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Basketball: Time for NCAA to scrap its formula

By Jeff Faraudo
Wednesday, March 17th, 2010 at 10:41 pm in Basketball, NCAA Tournament.

No one is arguing that the NCAA Tournament Selection Committee has a tough job.

They must pick the most deserving teams, seed them properly, then fit them into a schedule that is as fair as possible to everyone.

The highest-seeded teams are “protected” through favorable geographic placement. As they should be.

But in the interests of balancing the seeds — No 8. vs. No. 9, No. 7 vs. No. 10, etc — very little geographic consideration is given to anyone else.

In other words, faithful fans, parents, students, devoted alums, perennial season-ticket holders — you can watch on TV. That’s why the basketball gods invented CBS, right?

It’s time for the NCAA to scrap its current system in the interests of the the folks who go to the games. The single mom whose son plays on the team. Or the struggling student who has waited four years for his team to make the 65-team field. Or just the regular family of four who wants to support their school.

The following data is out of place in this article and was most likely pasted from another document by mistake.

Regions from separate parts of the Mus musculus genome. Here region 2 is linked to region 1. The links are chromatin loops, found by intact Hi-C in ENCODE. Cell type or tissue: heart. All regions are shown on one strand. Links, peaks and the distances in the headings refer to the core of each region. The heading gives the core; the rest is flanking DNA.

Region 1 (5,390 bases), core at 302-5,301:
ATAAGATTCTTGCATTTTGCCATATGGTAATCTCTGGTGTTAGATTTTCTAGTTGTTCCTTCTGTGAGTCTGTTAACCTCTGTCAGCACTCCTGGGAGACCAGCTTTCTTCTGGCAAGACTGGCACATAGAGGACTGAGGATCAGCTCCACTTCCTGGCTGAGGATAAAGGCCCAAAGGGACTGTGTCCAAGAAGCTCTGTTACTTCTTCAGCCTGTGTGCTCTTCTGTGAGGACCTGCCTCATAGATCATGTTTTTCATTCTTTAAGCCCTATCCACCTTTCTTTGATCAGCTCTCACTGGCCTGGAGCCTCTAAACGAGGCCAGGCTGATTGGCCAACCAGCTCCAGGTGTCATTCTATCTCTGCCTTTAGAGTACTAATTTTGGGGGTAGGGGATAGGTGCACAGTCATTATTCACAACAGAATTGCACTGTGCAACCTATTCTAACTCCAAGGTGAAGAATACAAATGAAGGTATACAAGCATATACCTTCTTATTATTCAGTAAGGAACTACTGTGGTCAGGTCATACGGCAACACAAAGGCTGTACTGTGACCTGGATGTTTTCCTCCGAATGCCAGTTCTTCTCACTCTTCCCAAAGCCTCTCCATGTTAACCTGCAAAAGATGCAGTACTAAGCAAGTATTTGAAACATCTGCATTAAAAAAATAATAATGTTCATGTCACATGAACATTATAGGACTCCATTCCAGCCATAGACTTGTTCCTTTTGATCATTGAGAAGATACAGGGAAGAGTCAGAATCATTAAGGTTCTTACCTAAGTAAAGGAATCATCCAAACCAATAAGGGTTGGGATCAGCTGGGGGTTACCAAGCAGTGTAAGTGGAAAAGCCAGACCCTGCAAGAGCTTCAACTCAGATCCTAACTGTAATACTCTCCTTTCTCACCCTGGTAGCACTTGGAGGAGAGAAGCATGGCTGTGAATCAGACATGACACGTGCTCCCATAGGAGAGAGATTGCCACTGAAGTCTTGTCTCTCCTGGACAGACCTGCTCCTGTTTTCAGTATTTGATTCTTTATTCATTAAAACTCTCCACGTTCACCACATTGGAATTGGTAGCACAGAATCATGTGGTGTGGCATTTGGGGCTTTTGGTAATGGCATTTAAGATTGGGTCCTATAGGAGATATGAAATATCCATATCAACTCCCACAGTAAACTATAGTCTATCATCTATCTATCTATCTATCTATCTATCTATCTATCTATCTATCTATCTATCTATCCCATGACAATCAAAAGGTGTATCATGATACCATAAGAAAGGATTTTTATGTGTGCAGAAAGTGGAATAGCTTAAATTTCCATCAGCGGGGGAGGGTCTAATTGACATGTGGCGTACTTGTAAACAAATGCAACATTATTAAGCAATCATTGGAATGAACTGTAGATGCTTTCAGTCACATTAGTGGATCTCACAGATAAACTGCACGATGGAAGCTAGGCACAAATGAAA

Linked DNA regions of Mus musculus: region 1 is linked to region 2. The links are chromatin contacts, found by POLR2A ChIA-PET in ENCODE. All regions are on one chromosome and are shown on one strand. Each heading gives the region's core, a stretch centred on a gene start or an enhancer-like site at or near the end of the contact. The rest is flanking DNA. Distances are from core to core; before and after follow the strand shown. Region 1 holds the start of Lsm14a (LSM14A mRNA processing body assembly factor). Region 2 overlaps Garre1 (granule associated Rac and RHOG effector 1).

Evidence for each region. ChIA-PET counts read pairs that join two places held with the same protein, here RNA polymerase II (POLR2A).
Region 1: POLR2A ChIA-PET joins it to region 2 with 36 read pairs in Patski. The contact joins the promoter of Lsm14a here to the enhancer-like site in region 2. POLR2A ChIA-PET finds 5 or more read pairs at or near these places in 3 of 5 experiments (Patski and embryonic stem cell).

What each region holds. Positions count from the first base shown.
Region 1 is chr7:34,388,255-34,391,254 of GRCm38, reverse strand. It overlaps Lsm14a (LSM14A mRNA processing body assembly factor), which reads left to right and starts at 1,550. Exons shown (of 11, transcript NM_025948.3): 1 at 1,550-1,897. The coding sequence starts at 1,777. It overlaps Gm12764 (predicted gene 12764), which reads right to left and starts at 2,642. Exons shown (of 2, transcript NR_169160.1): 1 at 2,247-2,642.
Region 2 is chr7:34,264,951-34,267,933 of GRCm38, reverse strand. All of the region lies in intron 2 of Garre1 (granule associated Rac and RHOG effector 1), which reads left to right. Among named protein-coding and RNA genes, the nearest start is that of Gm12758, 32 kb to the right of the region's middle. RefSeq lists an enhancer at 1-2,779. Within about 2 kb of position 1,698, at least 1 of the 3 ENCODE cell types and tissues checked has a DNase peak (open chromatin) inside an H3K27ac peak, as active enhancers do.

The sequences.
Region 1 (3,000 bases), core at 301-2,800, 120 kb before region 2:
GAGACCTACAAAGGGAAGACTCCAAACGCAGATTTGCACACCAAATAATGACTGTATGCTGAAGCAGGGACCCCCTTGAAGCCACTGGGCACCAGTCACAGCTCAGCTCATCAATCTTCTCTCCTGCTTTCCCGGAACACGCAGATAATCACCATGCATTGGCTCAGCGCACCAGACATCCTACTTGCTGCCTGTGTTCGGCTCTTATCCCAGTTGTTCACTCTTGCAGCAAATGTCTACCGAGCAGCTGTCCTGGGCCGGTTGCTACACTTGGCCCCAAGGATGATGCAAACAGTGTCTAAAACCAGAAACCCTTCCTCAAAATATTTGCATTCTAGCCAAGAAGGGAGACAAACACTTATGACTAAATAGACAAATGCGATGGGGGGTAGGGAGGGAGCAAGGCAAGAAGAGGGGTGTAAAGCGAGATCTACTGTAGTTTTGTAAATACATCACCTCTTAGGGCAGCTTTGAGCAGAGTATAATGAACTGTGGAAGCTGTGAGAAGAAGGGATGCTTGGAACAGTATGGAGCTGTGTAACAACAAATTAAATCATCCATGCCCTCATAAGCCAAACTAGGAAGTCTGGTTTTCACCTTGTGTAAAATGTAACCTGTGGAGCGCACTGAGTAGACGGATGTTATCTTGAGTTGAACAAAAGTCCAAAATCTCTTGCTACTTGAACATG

Hello, NCAA, have you heard about this thing called a recession. It’s a little expensive for fans of Cal or Saint Mary’s, given three days’ notice, to book flights and hotel rooms in Jacksonville, Fla., or Providence, R.I.

As of Tuesday, three of eight first-round regional sites still had tickets available. Is anyone surprised?

Fans at HP Pavilion in San Jose are being asked to adopt teams from Butler, Marquette and Texas-El Paso, while two local teams that would pack the joint are being shipped nearly 3,000 miles from home.

The most insane example of this came in 2001 when Cal and Fresno State were paired against one another in a first-round game at . . . Memphis. They could have played the game on outdoor courts along Highway 99 and it would have made more sense.

The NCAA has tried to remedy the situation with its “pod” arrangements, where teams in different regions of the bracket can be placed in the same location for geographic reasons.

Well, folks, it ain’t working.

It’s just not enough.

Here’s what should happen: Continue to “protect” the top four seeds in each region. Place them where it makes the most sense, even if there’s a distinct advantage for them, because they have earned it. And match them against the lowest-rated teams, just as is done now, even if the travel is horrendous for them. Someone’s got to pay the freight, and the bottom-feeders haven’t earned special treatment.